There it was again! Martha felt it for certain this time! Under her fingers, the muscles in Clark's face were twitching, ever so slightly. She pulled her hand away from his face and took his hand in hers. "Come on, Clark," she said softly over Jonathan's voice. "Come on, baby. It's time to come home now."
Beneath pale lids, Clark's eyes began to move. It looked to Martha like he was watching something, or dreaming. "Come on, honey. Wake up for us." In the background, Jonathan continued to read, glancing occasionally at his wife's face for any sign that Clark was responding. He heard her quiet voice encouraging Clark to open his eyes, to wake up. Without realizing he was doing it, he moved to the other side of the bed and sat down, taking Clark's other hand in his own. The book lay forgotten on the floor but Jonathan continued, the words memorized.
"'Now stop!" Max said and send the wild things off to bed without their supper. And Max the king of wild things was lonely and wanted to be where someone loved him best of all.'"
Clark's fingers twitched against Jonathan's hand.
"'Then all around from far away across the world he smelled good things to eat so he gave up being king of where the wild things are.'"
As Jonathan spoke, as Sendak's beloved words poured from his memory, he silently echoed his wife's encouraging words.
"Come on, Clark. It's time for you and Max to both come home now."
It seemed to Jonathan and Martha that Clark's entire being was joined in the struggle to regain consciousness. His body, which had lain motionless for so long, now lay almost rigid with energy. His hands moved against theirs, his eyes moved incessantly as if trying to remember how to open. Still, Jonathan kept up his litany.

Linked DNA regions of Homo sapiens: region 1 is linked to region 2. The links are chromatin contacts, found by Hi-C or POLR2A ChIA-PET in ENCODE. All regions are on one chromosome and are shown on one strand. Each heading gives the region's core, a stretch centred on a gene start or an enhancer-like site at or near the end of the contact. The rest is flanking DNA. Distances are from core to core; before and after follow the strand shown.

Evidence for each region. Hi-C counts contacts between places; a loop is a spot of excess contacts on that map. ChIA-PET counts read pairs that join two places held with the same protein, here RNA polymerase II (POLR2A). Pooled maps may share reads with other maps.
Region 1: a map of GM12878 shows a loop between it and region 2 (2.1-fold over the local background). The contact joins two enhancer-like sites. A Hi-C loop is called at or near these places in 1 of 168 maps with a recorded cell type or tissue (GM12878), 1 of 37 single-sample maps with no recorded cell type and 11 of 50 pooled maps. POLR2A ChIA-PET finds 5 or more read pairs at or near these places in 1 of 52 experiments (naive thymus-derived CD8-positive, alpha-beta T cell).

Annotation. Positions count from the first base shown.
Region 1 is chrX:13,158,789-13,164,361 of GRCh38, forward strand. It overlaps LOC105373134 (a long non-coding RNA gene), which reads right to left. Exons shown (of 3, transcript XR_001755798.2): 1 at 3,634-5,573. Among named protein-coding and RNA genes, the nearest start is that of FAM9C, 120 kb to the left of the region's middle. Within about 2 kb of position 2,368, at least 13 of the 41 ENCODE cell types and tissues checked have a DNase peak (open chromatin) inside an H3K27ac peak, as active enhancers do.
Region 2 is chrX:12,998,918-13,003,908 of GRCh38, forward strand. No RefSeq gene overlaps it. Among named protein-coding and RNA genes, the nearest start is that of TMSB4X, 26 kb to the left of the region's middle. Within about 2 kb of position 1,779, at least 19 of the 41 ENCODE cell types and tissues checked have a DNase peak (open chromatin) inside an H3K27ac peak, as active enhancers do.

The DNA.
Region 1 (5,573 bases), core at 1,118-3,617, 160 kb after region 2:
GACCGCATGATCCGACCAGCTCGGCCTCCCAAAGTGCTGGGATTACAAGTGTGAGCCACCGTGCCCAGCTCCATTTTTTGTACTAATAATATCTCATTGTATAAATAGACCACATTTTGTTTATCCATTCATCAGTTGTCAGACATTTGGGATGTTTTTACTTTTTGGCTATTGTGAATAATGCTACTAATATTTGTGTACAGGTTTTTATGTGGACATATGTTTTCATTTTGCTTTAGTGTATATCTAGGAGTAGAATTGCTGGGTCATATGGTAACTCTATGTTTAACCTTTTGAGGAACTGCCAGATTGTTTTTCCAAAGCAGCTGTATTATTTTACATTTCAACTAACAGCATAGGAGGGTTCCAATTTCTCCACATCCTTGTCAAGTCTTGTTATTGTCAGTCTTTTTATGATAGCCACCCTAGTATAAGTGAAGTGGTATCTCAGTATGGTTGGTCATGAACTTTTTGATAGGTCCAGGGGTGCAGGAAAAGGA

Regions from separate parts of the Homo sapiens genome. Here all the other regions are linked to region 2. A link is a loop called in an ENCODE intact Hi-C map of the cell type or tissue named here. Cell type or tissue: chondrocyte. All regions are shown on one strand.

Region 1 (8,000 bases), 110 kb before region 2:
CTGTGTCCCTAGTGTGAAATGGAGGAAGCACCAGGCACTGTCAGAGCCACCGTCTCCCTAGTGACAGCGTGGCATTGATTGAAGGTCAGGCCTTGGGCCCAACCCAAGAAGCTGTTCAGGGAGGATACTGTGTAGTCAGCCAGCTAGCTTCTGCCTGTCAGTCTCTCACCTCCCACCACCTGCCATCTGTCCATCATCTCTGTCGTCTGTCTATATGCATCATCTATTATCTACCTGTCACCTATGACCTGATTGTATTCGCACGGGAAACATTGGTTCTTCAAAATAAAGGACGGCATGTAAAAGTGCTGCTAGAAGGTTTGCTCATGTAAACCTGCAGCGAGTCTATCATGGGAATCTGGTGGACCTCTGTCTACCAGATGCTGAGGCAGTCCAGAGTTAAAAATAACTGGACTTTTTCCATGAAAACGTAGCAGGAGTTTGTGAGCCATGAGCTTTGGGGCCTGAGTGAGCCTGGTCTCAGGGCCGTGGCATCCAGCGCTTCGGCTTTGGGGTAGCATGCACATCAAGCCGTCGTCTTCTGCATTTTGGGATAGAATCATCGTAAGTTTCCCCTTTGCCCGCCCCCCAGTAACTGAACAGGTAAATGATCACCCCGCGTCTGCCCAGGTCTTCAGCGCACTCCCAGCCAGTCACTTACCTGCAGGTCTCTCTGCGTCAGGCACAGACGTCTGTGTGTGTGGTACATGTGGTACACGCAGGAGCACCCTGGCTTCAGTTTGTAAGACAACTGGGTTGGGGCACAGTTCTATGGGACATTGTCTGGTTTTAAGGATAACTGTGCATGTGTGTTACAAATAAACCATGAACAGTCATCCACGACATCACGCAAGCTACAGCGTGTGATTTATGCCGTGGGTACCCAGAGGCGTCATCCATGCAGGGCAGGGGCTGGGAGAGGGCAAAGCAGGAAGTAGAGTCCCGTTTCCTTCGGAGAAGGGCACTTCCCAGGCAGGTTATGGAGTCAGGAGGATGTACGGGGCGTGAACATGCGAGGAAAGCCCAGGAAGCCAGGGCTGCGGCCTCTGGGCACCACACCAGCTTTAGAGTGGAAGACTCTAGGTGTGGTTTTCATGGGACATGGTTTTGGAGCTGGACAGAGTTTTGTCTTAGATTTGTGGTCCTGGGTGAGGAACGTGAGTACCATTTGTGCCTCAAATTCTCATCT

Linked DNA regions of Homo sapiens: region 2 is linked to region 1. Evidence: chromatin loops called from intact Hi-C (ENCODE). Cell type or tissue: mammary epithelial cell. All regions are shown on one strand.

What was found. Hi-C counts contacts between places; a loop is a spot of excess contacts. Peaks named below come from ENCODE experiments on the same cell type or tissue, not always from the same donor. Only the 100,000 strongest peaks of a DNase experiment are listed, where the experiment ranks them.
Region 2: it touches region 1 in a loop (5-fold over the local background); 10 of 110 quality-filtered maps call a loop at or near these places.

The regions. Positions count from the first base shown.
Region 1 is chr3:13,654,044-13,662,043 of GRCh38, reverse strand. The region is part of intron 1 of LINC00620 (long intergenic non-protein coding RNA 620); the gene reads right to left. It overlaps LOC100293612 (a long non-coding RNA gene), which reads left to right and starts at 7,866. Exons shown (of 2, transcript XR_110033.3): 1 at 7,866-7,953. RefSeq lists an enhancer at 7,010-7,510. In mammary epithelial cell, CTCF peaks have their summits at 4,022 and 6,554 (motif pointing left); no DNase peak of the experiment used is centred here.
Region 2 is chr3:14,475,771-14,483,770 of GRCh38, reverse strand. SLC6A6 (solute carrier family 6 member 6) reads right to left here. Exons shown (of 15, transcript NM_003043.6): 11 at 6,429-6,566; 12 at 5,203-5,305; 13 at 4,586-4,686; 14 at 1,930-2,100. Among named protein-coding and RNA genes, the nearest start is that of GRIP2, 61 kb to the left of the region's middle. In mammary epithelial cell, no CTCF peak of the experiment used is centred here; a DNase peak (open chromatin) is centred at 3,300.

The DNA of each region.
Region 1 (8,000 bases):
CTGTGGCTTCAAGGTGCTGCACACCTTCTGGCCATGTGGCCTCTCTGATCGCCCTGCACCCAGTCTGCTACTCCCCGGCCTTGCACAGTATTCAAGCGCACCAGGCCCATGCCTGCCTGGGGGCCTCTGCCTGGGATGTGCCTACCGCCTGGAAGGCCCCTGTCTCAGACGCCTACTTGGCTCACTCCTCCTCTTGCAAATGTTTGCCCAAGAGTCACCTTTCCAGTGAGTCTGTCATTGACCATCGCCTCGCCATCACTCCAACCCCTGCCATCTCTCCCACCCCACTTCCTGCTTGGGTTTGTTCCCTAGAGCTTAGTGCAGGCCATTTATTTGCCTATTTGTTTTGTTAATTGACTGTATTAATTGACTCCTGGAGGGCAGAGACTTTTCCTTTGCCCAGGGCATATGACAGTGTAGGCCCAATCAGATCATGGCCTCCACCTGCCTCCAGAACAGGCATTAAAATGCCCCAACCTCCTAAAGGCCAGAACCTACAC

"'But the wild things cried, "Oh, please don't go - we'll eat you up - we love you so!" And Max said, "No!'"
Clark could hear his parent's voices; he could see the way getting clearer. Small shafts of brighter light broke away from the center, almost like the sun breaking through the storm clouds that frequently haunted the Kansas spring.
*I'm coming!* he yelled toward the light as he fought against the impenetrable ties that held him. It almost seemed as if this dark place didn't want him to leave.
"'The wild things roared their terrible roars and gnashed their terrible teeth and rolled their terrible eyes and showed their terrible claws but Max stepped into his private boat and waved good-bye . . . "
And then it was gone. The malevolent bonds that had been holding him to the clinging, suffocating blackness were gone and Clark slumped to the floor, gasping for breath. All around him was the bright gray that told him his eyes were closed and the sun was shining. He could feel his parents hands holding his. He could smell them, hear them breathe as they spoke.
"'...and sailed back over a year and in and out of weeks and through a day . . . '"
"Come on, Clark!" Martha held a hand against Clark's face and rubbed her thumb along his cheekbone. "Wake up, honey." She could see his eyes moving slower and a stab of fear shot through her. What if they'd failed? What if it had meant nothing?
"...and into the night of his very own room where he found his supper waiting for him . . . '"
Clark rested, gathering his feeble strength. The fight against the darkness had taken every ounce of energy he'd had but he'd won. The black void that had trapped him was nowhere to be seen.
"'...and it was still hot.'"
All he had to do was open his eyes and he'd be home. Clark took a deep breath, and steeled his weary body for the greatest task he'd ever faced.